In many regions of the contemporary world, from New Guinea to Nigeria, health problems, death, infertility, and financial problems are blamed on neighbors or relatives thought to have caused these misfortunes through witchcraft. The accused, who are often widows, the elderly, or orphan children, are ostracized, exiled, beaten, or sometimes killed. How churches and church leaders engage the accused and their accusers has enormous implications for good or ill.
Our work on this topic at the Henry Center began when we partnered with stakeholders and theological leaders from a variety of African and North American contexts for a conference held at the Africa International University (March of 2013). Fifty theological leaders discussed for three days how the church should respond to witchcraft and to witch accusations. While a variety of secular human rights groups have organized against witch accusations and violence, this historic gathering marked the first large-scale, international and interdenominational effort within the church and within the framework of How churches and church leaders engage the accused and their accusers has enormous implications for good or ill.Christian theology to address the growing presence of witch accusations and violence. For a brief summary of the original gathering and the various projects that have subsequently been stimulated, visit our Initiative Page.
Plans are currently underway for another conference on this topic in Nairobi (March 3-5, 2016), a conference where we hope to have contributors from across Africa as well as elsewhere. But it is important to us that this conference be preceded by a conversation about the issues involved that will help all of us focus our thinking.
Over the next nine months a group of Christian theological leaders from both Africa and North America will carry on a blog conversation about the subject of witchcraft and witch accusations, and will invite other Christians with theological training to participate in our conversation. The blog will discuss claims that misfortunes of various kinds are caused by other people through witchcraft; it will discuss recent trends where orphan children or old widows are accused of murder and misfortune, and where they are treated accordingly; it will discuss biblical passages and theological ideas related to our topic; it will discuss pastoral realities and appropriate responses in settings where witchcraft and witch accusations are prevalent.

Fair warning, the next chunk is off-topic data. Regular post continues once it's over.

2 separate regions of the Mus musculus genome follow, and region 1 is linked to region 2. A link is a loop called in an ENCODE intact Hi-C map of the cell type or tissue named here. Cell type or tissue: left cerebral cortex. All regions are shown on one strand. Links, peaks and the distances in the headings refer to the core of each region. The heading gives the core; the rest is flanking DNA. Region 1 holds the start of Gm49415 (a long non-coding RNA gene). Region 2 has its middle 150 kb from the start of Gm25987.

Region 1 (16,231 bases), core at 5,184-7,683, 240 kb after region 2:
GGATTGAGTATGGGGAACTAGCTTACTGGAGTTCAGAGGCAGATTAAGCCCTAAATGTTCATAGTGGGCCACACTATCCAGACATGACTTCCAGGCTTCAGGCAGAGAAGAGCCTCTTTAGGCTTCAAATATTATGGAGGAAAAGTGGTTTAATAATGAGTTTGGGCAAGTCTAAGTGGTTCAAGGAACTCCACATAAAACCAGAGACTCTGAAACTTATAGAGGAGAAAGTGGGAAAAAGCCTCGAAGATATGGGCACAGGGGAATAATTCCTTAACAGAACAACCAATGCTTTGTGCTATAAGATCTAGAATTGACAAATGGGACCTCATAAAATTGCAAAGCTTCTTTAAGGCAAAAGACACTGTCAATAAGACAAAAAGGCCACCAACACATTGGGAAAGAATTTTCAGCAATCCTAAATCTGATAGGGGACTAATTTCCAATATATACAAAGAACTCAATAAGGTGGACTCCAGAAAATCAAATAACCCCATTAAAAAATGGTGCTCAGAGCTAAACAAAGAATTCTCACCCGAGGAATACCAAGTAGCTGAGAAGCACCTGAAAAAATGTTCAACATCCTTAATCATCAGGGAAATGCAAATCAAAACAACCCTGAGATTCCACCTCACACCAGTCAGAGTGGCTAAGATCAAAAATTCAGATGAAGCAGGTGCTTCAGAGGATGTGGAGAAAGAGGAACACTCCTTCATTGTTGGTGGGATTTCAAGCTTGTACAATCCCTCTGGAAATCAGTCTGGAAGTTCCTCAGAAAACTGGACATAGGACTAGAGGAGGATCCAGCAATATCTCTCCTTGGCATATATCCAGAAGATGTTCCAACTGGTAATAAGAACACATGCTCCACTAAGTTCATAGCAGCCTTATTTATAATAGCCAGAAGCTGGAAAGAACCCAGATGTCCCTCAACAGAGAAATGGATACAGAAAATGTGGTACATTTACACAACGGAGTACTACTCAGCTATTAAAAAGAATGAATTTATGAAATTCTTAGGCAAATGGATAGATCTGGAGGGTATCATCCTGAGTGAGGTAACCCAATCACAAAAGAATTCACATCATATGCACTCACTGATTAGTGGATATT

The following noted scholars and church leaders will guide our discussion, each with a monthly posting:
- Andy Anguandia Alo is lecturer of Translation, Linguistics and the Cultural World of the Bible at Shalom University of Bunia, Democratic Republic of Congo.
- Kwabena Asamoah-Gyadu, a prolific author, is Baëta-Grau Professor of Contemporary African Christianity and Pentecostal Theology at the Trinity Theological Seminary, Ghana.
- Samuel Kunhiyop, professor of theology and ethics at ECWA theological Seminary, Jos, Nigeria, and General Secretary of ECWA. He has written often about witchcraft.
- Opoku Onyinah, theologian, leading author on witchcraft, and Chancellor of Pentecost University College, Accra, Ghana, and Chairman of the Church of Pentecost worldwide.
- Robert Priest is Professor of Mission and Anthropology at Trinity Evangelical Divinity School, and has done research and writing on the topic of witch accusations.
- Steve Rasmussen is Senior Lecturer at the Nairobi Evangelical Graduate School of Theology (AIU), and has written extensively about witch accusations among the Sukuma of Tanzania.
- Timothy Stabell is Assistant Professor of Mission and coordinator of Global Studies at Briercrest College and Seminary, and also teaches periodically at Shalom University.
- Tite Tiénou is Research Professor of Theology and Mission at Trinity Evangelical Divinity School, and holds the Tite Tiénou Chair of Mission and Global Theology.
In addition to the above individuals numerous other theological leaders (including Dr. John Jusu, Dr. Isabel Phiri, Dr. Timothy Nyasulu, Dr. John Morgan, Chinyere Priest, and Zachs Gaiya) will periodically provide a guest posting. Anyone who has done dissertation (or post-dissertation) research on realities related to witchcraft or witch accusations should consider providing a guest posting to our blog based on your own work. Contact [email protected] to discuss this option.
We invite theologically informed Christians, especially those with close connections to social settings where witchcraft and witch accusations are common, to join the conversation. (Subscribe to our unique RSS FEED, or check in weekly.) We invite you to enter into respectful engagement and interaction with our contributors, helping us to provide a high quality site for interaction on important theological, pastoral, and human rights issues. Help us make this an exemplary space for a global theological conversation about a topic that matters.
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